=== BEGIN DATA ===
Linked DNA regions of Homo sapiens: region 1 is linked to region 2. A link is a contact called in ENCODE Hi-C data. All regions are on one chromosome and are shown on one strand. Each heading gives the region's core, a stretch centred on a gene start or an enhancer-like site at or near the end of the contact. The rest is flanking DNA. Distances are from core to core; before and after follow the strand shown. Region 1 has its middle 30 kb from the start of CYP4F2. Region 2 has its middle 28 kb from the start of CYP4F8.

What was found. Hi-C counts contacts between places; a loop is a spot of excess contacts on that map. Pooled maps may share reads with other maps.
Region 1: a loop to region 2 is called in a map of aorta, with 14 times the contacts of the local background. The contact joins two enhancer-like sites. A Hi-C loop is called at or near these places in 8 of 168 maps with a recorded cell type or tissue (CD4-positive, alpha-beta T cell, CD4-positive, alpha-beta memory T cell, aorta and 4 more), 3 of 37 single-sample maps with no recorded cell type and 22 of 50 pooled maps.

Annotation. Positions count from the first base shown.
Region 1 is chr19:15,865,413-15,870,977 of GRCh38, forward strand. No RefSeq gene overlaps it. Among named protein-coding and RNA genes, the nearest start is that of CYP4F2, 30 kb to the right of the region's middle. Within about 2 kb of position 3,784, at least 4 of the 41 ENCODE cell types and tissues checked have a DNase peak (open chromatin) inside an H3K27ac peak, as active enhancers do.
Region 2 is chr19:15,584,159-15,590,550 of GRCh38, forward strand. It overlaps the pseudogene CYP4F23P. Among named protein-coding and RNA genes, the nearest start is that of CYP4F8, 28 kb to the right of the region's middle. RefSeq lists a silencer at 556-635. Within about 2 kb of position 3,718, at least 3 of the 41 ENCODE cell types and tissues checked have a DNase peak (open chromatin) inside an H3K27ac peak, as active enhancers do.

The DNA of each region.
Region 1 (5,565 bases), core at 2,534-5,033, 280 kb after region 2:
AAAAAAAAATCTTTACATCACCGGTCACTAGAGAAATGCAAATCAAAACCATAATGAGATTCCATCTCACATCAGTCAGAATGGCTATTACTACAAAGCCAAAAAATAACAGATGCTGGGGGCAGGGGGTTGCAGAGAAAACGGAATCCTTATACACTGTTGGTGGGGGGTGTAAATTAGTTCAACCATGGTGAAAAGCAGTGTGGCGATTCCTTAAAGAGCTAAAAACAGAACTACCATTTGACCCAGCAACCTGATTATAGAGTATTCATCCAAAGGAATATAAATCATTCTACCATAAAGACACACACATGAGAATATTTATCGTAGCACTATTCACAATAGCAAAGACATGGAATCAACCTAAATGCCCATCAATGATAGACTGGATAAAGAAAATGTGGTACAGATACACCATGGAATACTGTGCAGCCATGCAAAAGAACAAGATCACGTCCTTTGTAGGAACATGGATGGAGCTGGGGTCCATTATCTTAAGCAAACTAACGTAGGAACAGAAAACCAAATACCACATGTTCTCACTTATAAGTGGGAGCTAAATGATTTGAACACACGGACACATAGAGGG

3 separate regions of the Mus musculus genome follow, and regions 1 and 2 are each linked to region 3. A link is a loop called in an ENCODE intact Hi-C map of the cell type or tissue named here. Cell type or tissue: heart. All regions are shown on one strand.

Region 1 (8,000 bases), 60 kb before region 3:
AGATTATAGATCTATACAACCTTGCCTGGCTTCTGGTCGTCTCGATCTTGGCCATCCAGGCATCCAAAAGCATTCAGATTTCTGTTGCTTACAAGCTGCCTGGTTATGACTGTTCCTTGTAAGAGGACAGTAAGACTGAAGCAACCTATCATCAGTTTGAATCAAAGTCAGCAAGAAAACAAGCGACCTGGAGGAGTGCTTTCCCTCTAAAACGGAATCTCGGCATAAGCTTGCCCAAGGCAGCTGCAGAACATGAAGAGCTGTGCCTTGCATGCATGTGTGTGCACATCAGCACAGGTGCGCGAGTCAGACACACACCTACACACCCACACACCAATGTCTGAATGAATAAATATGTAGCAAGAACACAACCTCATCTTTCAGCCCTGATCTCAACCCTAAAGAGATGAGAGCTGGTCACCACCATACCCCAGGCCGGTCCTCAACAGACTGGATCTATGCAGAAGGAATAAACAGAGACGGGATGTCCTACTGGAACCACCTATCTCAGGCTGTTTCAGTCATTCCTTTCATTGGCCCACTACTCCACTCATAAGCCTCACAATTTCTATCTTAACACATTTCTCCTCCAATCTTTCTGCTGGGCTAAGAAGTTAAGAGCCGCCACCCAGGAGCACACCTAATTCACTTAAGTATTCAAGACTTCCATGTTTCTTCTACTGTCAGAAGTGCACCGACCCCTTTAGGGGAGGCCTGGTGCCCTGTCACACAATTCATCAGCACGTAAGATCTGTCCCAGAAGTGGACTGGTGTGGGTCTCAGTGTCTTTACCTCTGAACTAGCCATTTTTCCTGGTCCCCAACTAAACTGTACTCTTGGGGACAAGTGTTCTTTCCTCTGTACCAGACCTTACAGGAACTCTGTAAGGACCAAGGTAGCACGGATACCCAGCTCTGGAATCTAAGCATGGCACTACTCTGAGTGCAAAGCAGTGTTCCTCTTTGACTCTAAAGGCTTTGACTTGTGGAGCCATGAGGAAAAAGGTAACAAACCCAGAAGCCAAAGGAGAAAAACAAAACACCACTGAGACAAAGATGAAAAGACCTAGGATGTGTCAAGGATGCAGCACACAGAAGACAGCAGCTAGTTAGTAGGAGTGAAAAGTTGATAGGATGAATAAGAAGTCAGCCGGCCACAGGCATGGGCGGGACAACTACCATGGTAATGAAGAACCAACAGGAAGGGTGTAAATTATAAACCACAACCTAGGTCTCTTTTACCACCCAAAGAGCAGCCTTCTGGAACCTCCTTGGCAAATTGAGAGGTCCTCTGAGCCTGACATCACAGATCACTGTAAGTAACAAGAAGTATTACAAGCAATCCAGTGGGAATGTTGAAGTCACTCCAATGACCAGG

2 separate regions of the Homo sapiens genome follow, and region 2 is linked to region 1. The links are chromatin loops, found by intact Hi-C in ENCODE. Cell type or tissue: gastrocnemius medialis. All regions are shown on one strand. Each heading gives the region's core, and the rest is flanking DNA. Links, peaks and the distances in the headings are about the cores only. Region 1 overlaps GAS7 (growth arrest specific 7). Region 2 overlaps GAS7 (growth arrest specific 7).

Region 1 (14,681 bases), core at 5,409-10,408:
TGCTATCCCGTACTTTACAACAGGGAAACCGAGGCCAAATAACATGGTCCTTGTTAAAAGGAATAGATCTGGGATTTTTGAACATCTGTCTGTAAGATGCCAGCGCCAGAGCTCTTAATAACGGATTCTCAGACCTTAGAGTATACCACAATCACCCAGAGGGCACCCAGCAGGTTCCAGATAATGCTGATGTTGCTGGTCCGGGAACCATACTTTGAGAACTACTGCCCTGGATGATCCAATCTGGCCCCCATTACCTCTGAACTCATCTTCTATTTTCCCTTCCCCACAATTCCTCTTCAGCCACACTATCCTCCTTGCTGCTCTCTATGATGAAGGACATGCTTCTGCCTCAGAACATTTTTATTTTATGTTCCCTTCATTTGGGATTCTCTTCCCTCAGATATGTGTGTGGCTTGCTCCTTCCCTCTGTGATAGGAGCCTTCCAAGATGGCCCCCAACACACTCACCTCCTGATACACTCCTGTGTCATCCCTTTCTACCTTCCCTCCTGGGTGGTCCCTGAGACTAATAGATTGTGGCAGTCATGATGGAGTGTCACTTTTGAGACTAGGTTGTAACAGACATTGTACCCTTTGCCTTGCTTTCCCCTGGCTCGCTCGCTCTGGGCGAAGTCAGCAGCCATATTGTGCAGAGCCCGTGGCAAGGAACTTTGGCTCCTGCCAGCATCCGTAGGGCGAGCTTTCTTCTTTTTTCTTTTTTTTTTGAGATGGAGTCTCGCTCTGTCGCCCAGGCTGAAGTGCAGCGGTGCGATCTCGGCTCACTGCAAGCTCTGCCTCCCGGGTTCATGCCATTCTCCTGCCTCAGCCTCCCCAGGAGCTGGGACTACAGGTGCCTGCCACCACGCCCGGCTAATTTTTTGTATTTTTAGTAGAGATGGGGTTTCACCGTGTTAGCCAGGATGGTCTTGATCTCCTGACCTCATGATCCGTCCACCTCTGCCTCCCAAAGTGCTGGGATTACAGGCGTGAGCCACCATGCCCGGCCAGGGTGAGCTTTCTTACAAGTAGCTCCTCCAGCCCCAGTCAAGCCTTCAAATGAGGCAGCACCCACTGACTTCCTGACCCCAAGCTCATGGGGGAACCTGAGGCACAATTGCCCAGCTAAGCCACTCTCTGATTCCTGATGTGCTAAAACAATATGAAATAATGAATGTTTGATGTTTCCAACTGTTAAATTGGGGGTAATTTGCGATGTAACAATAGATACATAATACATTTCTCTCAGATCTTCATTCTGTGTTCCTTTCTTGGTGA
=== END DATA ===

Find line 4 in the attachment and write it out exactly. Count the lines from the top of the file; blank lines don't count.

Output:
Annotation. Positions count from the first base shown.